It’s little known that William Shakespeare, as well as writing, also enjoyed a good game of rugby in his spare time.
So, the team is assembled for practice one Saturday afternoon. It’s the middle of winter, and even for England, it’s cold and it’s wet. The pitch is a muddy swamp, and the players decide that they simply can’t play in these conditions. So they go to the club-house for a bit, but they very quickly get bored. And then one of the players has a bright idea: Why don’t we all go over to William’s house?
William Shakespeare is doubtful, but they persuade him, and pretty soon, the whole squad is relaxing in his living room. Well, they’re rugby players, and true to the stereotype, they all quickly get drunk, and of course, they come up with the even better idea – of having their rugby practice in the house (“well, it’s a big house, after all”). William has also been drinking, so he’s easy to persuade this time, and after moving some furniture out of the way, they get down to the serious business of practicing their sport.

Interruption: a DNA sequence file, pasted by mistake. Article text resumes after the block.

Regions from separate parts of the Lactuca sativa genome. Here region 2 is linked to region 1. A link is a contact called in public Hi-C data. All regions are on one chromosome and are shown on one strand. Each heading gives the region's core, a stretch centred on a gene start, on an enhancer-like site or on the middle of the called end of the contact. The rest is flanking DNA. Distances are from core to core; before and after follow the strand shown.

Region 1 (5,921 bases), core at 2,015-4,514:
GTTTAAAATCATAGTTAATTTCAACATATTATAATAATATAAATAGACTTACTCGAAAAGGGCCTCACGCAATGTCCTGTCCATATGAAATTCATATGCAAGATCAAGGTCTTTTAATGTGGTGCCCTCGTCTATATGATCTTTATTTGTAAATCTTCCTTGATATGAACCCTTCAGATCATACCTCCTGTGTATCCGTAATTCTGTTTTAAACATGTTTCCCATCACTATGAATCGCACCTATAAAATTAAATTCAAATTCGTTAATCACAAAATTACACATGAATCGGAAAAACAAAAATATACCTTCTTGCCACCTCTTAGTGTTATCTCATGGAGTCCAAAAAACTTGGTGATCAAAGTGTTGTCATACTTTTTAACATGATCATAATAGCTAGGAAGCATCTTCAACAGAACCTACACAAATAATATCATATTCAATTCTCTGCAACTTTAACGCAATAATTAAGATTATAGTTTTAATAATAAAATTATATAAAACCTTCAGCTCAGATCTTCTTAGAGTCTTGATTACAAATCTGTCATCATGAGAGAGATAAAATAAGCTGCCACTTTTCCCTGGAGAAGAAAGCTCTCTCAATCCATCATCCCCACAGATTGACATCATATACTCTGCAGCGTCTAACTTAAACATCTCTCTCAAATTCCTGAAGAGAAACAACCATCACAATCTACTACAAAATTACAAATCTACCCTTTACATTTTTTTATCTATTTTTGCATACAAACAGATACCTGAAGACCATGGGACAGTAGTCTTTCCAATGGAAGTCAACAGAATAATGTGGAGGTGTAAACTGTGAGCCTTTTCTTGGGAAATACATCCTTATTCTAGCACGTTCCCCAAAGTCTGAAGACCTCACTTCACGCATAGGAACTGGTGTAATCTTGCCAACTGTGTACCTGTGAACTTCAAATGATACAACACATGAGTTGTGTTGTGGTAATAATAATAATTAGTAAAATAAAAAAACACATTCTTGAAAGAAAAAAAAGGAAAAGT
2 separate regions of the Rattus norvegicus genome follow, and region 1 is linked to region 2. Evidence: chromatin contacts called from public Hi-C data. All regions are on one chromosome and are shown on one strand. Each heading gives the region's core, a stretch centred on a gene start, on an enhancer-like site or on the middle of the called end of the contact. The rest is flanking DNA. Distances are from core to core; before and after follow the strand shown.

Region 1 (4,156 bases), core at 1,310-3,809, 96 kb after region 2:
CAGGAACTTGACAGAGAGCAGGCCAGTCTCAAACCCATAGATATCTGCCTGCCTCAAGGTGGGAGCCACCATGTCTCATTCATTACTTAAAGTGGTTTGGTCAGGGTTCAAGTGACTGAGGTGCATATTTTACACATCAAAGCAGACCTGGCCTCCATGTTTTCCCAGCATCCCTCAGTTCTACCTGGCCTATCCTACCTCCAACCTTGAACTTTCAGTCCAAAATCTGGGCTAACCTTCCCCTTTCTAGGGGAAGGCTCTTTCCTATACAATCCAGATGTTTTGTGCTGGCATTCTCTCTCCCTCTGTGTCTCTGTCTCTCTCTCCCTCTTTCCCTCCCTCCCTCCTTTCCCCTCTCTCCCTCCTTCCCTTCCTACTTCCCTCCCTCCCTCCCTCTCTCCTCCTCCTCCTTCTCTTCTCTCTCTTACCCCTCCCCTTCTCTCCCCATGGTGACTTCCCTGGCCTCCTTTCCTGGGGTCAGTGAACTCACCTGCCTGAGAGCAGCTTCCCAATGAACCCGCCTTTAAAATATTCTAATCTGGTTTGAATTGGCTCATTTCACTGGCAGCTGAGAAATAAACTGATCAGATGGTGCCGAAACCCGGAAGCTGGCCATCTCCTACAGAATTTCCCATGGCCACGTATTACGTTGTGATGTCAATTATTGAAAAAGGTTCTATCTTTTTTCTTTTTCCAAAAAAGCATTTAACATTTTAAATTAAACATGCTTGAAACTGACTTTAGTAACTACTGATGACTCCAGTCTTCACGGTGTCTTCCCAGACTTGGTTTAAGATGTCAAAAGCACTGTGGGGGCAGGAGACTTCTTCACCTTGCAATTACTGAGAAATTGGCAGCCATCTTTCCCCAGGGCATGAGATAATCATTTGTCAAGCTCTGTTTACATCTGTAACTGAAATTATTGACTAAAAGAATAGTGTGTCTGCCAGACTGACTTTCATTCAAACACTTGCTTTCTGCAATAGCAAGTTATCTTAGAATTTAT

Meanwhile, not far away, the King has just had a great idea for a play, and dispatches a messenger to summon his favorite playwright.
Well, the messenger arrives at the house, and he can hear this enormous commotion from inside, with shouting and crashes, and he thinks that William Shakespeare must be getting attacked. He braces himself, and crashes through the front door… and lands directly in the path of two groups of large hairy rugby players.
The messenger is pinned to the floor for a while, and he can’t move. He does manage to free himself momentarily, before getting trapped again, up against a wall.
Finally, he escapes, and returns to the palace as quickly as his mangled body will allow. The king takes one look at him, and gasps. “What happened to you?” he asks.
“I think,” said the messenger, “that I got caught between a ruck and a bard’s place.”